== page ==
Volume and Snapshot Usage

Space used by a snapshot is never more than the space used by the volume at the time the snapshot was created. Any "live" new data introduced by snapshots is attributed to the live volume space usage and not the snapshot usage. Blocks are attributed to snapshot space usage when they are overwritten in live state. The easiest way to think about this is that snapshots consume space only when a block is modified or deleted.

For example, if you write 50 GB to a volume and take a snapshot, the initial snapshot shows zero snapshot usage, because it points to the same blocks on disk, which are "live." If you write another 50 GB to the volume, making a total of 100 GB, and then take another snapshot, the snapshots still consume no space. In fact, you can create several snapshots and they will all consume no additional space for the newly written 100 GB.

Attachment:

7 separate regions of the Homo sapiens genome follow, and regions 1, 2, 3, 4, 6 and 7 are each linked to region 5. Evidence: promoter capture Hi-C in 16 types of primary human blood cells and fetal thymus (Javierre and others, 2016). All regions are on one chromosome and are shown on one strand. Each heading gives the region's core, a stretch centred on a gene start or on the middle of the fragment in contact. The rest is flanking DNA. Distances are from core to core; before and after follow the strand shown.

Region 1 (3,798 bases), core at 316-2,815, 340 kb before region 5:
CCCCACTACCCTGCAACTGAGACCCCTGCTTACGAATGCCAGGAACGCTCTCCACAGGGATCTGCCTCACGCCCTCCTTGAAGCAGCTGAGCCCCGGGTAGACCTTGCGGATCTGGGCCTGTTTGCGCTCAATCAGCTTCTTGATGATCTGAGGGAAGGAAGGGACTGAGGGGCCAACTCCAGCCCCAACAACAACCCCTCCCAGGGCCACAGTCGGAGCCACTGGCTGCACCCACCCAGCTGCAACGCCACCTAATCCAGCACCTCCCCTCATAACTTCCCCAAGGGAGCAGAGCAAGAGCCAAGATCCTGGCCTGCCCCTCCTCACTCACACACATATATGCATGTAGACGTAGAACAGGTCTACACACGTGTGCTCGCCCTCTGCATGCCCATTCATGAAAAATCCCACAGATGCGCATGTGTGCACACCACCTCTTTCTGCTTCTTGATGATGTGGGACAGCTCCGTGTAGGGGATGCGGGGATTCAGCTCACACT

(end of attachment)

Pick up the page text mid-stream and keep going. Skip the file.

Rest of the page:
If you overwrite the 100 GB, then all snapshots start to consume space. Their cumulative space usage should be approximately 100 GB.

When some applications, such as PowerPoint, Excel, and Word modify files, the applications do not necessarily update the specific blocks in the file that changed. Instead, the applications create a new file. In this case, after you modify a file from one of these applications, a snapshot could show no usage because the original file the snapshot points to was not changed, but instead was seen as a new file.